Review - Kong: Skull Island

Kong: Skull Island (2017), PG-13, 120 minutes - I actually saw this film a few weeks ago when it was first released, but due to a number of life situations, haven't had the chance to get my review together.

Admittedly, I had been a little leery when Kong: Skull Island was first announced.  I knew that it was completely independent of the last big screen outing for everyone's favorite giant ape (2005's King Kong), but I was very underwhelmed by that film so I suppose my thoughts on a franchise reboot of sorts were negatively skewed.  I came around a bit after learning who was involved in the project: Tom Hiddleston, Brie Larson, Samuel L. Jackson, John Goodman, and John C. Reilly.  All of whose work I generally tend to enjoy.  Trailers and images began to be released and it became more and more obvious that this wasn't going to be a rehash of the King Kong films of yesteryear.

Kong: Skull Island is an origin story of sorts for the giant ape.  In the wake of the Vietnam War, a group of scientists convince the government to approve a research expedition to a remote, uncharted island in the Pacific Ocean.  Accompanied by an expert tracker, a professional photographer, and a platoon of military support, the group literally flies through the heart of a storm in order to arrive at the island. They are almost immediately welcomed by an enormous ape, who they later learn is called Kong.  Reacting to something different and scary the way humans tend to do, they shoot first and ask questions later, causing Kong to retaliate in defense of himself and of the island. Not surprisingly, Kong lays waste to a good portion of the expedition party.  Those who survive find themselves strewn across the island, left to fend for themselves as they attempt to rendezvous at the planned extraction point.  As they do so, they encounter other giant and mysterious creatures that also inhabit the island.  One group even discovers a native colony of humans, from whom they learn that Kong may not be quite the monstrous menace they originally thought him to be.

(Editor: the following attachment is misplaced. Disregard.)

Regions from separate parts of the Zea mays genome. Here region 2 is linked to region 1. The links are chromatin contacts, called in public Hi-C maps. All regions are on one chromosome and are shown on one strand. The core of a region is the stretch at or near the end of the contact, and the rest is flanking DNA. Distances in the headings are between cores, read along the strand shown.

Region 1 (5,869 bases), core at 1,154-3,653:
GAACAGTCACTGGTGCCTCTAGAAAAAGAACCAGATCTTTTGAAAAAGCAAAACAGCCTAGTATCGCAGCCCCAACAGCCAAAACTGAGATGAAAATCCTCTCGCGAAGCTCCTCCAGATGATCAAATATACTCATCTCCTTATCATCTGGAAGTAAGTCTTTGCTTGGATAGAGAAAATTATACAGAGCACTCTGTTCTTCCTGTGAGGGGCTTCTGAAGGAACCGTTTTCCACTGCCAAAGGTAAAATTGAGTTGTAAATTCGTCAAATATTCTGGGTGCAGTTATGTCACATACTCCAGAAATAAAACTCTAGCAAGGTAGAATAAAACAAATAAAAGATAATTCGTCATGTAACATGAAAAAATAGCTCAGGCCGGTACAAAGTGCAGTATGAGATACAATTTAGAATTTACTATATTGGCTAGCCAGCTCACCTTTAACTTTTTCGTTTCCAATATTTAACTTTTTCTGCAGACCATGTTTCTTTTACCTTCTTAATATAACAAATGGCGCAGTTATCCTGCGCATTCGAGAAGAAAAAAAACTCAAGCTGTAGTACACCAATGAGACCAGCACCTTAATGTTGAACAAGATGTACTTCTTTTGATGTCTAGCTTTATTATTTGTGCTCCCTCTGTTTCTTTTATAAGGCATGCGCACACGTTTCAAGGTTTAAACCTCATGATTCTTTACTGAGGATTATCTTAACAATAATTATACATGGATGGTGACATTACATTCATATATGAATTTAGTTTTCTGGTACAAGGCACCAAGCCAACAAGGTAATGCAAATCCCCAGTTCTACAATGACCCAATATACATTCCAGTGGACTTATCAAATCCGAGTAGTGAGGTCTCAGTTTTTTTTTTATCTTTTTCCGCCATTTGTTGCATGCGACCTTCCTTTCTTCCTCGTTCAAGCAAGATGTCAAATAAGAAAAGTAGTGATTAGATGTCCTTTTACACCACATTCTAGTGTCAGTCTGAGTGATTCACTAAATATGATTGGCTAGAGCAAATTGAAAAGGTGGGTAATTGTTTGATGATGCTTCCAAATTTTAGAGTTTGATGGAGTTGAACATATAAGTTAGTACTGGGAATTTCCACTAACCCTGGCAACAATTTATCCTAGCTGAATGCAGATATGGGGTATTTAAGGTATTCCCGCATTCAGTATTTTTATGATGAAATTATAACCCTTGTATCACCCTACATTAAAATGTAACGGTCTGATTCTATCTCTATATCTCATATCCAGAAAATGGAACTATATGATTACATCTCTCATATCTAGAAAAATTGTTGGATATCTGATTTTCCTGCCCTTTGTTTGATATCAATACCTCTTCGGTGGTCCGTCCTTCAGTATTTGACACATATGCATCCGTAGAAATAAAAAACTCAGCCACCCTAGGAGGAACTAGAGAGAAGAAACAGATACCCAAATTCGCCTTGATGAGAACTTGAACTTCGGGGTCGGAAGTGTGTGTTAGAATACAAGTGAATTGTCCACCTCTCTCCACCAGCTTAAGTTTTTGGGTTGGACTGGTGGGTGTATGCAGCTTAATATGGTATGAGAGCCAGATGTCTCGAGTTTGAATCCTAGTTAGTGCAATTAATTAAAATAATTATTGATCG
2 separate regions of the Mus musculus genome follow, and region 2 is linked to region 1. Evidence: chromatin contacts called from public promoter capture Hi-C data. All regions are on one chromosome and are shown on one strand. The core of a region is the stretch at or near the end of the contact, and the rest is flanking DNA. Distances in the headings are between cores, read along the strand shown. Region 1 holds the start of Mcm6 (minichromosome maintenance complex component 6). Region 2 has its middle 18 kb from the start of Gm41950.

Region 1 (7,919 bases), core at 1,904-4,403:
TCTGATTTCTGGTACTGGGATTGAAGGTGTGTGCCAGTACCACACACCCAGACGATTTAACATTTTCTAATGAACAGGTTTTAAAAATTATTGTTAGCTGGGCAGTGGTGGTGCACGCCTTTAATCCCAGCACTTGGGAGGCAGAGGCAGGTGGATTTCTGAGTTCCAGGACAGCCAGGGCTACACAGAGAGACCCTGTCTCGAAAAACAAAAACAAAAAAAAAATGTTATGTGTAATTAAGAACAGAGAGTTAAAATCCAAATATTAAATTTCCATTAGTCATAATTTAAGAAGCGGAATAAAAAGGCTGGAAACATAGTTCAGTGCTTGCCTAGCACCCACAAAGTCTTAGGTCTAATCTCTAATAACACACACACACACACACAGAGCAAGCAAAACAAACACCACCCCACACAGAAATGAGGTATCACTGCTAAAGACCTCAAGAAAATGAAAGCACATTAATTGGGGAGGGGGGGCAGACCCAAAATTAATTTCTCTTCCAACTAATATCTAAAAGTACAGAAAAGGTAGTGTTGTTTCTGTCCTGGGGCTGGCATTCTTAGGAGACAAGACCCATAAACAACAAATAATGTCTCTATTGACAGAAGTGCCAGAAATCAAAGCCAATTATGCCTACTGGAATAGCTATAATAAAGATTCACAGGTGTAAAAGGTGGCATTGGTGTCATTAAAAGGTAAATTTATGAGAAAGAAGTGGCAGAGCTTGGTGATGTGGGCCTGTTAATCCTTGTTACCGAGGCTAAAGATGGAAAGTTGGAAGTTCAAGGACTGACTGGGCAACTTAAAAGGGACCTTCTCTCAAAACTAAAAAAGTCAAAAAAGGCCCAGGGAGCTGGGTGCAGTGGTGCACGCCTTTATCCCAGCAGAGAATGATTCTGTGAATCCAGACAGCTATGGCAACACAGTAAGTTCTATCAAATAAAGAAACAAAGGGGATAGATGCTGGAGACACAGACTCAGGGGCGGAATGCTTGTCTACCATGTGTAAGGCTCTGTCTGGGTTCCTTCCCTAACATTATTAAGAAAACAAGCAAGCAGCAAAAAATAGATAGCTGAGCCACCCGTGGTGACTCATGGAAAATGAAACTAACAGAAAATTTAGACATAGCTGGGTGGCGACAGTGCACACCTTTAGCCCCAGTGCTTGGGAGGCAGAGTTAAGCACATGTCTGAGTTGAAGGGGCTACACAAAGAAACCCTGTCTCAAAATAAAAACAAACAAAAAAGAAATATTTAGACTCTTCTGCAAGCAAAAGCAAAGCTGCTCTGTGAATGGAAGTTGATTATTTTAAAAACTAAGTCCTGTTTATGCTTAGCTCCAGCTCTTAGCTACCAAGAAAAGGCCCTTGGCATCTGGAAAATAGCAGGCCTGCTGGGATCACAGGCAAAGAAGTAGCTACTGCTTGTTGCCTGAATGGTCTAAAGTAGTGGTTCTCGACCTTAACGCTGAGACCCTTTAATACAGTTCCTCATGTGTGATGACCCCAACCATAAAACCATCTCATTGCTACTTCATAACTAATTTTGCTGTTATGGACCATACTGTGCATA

There are a couple plot holes, but all in all Kong: Skull Island is a pretty darn good popcorn-action flick.  The cast is wonderful, with John C. Reilly stealing the show as stranded World War II pilot Hank Marlow.  If you enjoy giant monster movies in the vein of King Kong or Godzilla, you should find this entry to the Kong franchise quite entertaining.


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